DUP’s Sammy Wilson, tackles SDLP in Northern Ireland, after they blame coronavirus for their latest attempt to push for an extension.

There’s a debate to take place calling for the UK government to extend the transition period, using the coronavirus pandemic as the core excuse. The said debate is a proposal submitted by the Social Democratic and Labour Party (SDLP) who’s Brexit spokesperson Matthew O’Toole said Northern Ireland has yet to have a “purposeful debate on Brexit”.
However, Sammy Wilson, the Brexit spokesperson for the DUP, dismissed the debate saying it won’t matter because Westminster will decide whether or not to extend Brexit. Mr Wilson slammed the SDLP proposal calling it “despicable” for “trying to use the health crisis as a means to pursue their political agenda on Europe”. 
“What I find particularly despicable is that they are trying to use the health crisis that we are facing as a means to pursue their political agenda on Europe.   
“Secondly, not only is it a political move, but it is also an illogical move.  
“What do you gain by delaying? The most urgency you put into this, the more likely it is that you will get the EU to move in the negotiations.” 
The MP for East Antrim explained how the EU is currently facing “massive issues” due to the fallout of the virus and how other nations are “worried by how” coronavirus was handled. 
He continued: “Clearly there are massive issues that the EU now has to face with the fallout from the virus, the impact that it’s having on economies across Europe, the fact that they now find themselves in a situation where some of the different countries are concerned by the way coronavirus has been handled by the EU.   
“The last thing they need is for prolonged Brexit negotiations to distract their attention from the problems they have to deal with.   
“That is a massive opportunity for the government to secure a deal that ensures trade will continue tariff-free.” 
However, Mr O’Toole considers the debate will make it possible for all members of the Assembly to have the opportunity to encourage an extension period.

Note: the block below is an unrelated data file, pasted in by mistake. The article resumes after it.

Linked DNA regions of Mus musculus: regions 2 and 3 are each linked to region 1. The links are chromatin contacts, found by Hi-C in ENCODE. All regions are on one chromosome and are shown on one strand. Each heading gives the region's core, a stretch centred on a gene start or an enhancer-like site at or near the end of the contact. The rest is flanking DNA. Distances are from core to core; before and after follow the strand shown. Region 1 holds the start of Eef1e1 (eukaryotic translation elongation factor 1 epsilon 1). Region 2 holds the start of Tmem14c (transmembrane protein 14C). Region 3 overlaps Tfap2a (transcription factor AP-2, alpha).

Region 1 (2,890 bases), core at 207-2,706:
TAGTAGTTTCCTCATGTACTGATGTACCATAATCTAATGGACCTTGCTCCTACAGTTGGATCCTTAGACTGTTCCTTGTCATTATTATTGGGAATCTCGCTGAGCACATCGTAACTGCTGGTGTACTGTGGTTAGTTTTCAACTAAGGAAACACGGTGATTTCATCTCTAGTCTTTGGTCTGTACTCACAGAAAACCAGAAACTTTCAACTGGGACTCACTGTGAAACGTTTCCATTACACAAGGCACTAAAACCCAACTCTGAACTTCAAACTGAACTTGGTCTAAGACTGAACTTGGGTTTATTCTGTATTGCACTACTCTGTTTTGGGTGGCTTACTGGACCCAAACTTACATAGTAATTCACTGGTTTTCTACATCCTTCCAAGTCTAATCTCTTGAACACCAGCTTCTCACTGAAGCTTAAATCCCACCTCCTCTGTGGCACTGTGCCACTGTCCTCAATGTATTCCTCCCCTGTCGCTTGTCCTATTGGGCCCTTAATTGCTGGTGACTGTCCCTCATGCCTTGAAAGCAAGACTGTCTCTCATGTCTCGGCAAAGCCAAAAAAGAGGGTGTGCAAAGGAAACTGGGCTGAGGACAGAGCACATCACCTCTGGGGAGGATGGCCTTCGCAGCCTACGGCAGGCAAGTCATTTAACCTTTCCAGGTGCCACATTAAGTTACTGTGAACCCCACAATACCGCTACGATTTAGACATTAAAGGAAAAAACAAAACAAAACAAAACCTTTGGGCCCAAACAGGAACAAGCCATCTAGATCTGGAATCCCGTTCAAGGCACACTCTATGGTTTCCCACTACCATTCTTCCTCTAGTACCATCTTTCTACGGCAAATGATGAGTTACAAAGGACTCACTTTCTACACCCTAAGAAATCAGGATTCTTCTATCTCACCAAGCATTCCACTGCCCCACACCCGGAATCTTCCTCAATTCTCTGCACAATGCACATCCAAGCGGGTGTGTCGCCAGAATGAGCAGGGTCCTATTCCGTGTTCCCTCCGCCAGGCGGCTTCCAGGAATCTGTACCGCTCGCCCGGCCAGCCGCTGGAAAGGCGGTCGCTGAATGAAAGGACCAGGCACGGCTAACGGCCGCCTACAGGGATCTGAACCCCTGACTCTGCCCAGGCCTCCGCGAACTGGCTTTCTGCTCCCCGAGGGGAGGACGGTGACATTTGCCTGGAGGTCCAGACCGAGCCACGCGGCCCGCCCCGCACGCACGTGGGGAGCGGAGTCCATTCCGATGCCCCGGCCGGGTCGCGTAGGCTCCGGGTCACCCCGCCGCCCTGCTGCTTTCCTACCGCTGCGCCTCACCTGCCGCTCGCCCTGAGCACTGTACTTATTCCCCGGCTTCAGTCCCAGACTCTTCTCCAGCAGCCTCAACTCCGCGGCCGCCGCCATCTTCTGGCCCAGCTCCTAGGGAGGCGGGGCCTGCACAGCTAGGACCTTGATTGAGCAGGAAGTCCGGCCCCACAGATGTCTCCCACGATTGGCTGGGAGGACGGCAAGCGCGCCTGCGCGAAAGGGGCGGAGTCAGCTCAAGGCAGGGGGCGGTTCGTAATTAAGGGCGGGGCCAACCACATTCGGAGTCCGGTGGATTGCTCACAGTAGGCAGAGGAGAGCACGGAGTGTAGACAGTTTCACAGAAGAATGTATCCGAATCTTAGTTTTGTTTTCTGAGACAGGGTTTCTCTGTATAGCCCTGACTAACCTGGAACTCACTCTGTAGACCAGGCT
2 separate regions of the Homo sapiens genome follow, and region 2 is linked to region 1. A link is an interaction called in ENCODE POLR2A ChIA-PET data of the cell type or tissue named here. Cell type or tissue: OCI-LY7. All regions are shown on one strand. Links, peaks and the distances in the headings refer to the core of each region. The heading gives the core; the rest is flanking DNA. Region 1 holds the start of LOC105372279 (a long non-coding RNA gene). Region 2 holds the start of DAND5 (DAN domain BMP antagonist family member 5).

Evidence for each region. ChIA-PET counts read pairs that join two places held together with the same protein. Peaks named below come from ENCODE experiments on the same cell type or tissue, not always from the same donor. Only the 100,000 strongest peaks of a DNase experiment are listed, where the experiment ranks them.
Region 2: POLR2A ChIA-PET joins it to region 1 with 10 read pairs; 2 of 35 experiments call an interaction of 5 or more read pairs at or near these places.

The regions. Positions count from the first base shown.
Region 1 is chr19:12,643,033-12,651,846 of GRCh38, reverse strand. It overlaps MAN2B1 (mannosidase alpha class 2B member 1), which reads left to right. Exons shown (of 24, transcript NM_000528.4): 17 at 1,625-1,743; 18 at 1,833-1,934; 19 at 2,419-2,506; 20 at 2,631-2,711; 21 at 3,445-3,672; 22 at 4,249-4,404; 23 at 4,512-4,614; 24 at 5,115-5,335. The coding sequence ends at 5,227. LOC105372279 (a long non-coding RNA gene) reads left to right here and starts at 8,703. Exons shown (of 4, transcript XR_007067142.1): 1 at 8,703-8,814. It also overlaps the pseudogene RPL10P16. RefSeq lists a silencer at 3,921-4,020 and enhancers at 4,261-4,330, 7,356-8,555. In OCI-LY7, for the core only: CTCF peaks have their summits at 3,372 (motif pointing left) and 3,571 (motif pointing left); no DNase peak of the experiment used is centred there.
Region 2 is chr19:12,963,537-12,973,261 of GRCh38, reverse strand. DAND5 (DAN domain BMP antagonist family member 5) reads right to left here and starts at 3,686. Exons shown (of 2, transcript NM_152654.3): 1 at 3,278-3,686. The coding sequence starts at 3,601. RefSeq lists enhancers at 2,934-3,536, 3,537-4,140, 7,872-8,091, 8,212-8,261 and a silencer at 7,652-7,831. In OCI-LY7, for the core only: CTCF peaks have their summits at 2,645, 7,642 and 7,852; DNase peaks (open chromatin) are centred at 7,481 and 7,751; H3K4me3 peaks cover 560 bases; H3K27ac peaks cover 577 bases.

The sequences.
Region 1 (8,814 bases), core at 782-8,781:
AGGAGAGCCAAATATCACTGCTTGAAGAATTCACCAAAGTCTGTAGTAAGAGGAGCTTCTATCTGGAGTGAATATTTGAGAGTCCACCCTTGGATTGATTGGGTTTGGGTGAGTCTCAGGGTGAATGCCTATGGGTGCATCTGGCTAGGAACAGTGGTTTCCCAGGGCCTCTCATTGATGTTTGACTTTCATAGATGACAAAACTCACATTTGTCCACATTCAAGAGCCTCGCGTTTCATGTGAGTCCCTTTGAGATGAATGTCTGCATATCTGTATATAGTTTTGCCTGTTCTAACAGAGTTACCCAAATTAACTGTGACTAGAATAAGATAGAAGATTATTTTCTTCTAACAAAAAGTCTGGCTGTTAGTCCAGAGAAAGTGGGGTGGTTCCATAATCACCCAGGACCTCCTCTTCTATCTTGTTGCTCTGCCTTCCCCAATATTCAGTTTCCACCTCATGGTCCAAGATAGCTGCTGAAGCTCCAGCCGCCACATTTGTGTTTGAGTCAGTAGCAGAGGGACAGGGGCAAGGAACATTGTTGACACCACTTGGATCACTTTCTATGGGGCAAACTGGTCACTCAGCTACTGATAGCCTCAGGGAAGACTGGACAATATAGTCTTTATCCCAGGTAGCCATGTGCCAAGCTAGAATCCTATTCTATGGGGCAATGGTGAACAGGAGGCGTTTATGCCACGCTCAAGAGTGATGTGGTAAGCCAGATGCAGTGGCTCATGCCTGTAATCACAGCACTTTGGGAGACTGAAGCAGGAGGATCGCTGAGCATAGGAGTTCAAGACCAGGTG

He said: “Whether you’re a fierce opponent of Brexit or its greatest cheerleader, it’s plain to see that no administration on these islands has the bandwidth to conclude these negotiations while attempting to manage the most significant public health crisis in living memory.   
“It simply cannot be done.   
“The motion we have proposed in the Assembly seeks to give all parties the opportunity to support a call for an extension to the transition period in the best interests of people, businesses and communities in Northern Ireland.” 
The UK formally left the EU on January 31 2020; this triggered the transition agreement to kick in. The government has until the end of the year to negotiate a deal or begin 2021 on a WTO agreement, which some businesses say could cause costly delays and confusion at borders. 
Problems surrounding border control in Northern Ireland were reignited last month. In a discussion last week, Britain said it saw no need for new customs infrastructure together with Northern Ireland as it unveiled new proposals for border management with the province. The EU claims that the Northern Ireland protocol necessitates customs checks and controls on some goods coming from mainland Britain into the province in case they were headed farther into Ireland and the bloc’s single sector. 

Mr Johnson has said, that although the authorities will comply with the duties set out in the protocol, it does not observe that entailing new tests on products, stating it already complies with requirements for live animals and agrifoods. But officials say there will have to be some extra checkpoints, and the EU has become more and more critical of London’s refusal to spell out how they would take care of the border.

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